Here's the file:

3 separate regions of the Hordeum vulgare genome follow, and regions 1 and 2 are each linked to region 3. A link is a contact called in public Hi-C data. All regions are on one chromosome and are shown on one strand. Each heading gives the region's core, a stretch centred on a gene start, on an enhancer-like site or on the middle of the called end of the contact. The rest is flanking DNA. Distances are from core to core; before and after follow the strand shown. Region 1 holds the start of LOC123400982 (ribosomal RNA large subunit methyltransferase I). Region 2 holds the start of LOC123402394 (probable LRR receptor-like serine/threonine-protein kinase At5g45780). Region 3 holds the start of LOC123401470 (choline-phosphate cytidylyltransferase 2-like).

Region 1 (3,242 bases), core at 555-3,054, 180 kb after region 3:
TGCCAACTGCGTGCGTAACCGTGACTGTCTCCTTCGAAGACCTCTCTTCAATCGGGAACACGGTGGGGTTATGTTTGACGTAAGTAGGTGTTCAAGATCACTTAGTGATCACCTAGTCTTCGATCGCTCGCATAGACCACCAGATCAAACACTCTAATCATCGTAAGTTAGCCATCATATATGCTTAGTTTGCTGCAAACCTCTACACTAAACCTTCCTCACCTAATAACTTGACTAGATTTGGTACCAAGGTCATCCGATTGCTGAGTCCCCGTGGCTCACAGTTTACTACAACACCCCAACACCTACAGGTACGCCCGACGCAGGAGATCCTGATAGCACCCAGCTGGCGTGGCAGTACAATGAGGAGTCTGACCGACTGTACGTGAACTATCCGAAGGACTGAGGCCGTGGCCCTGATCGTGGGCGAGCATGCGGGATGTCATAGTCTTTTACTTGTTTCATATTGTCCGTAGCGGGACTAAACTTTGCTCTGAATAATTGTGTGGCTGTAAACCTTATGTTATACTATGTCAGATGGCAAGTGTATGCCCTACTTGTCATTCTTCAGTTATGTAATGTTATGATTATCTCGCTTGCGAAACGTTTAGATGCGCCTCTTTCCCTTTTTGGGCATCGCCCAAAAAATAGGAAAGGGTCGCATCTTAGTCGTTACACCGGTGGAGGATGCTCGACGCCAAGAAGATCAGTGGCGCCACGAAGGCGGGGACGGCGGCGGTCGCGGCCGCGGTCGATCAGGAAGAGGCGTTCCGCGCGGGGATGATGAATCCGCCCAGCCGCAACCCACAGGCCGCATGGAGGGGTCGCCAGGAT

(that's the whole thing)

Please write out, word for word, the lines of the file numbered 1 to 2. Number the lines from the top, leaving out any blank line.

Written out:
3 separate regions of the Hordeum vulgare genome follow, and regions 1 and 2 are each linked to region 3. A link is a contact called in public Hi-C data. All regions are on one chromosome and are shown on one strand. Each heading gives the region's core, a stretch centred on a gene start, on an enhancer-like site or on the middle of the called end of the contact. The rest is flanking DNA. Distances are from core to core; before and after follow the strand shown. Region 1 holds the start of LOC123400982 (ribosomal RNA large subunit methyltransferase I). Region 2 holds the start of LOC123402394 (probable LRR receptor-like serine/threonine-protein kinase At5g45780). Region 3 holds the start of LOC123401470 (choline-phosphate cytidylyltransferase 2-like).

Region 1 (3,242 bases), core at 555-3,054, 180 kb after region 3: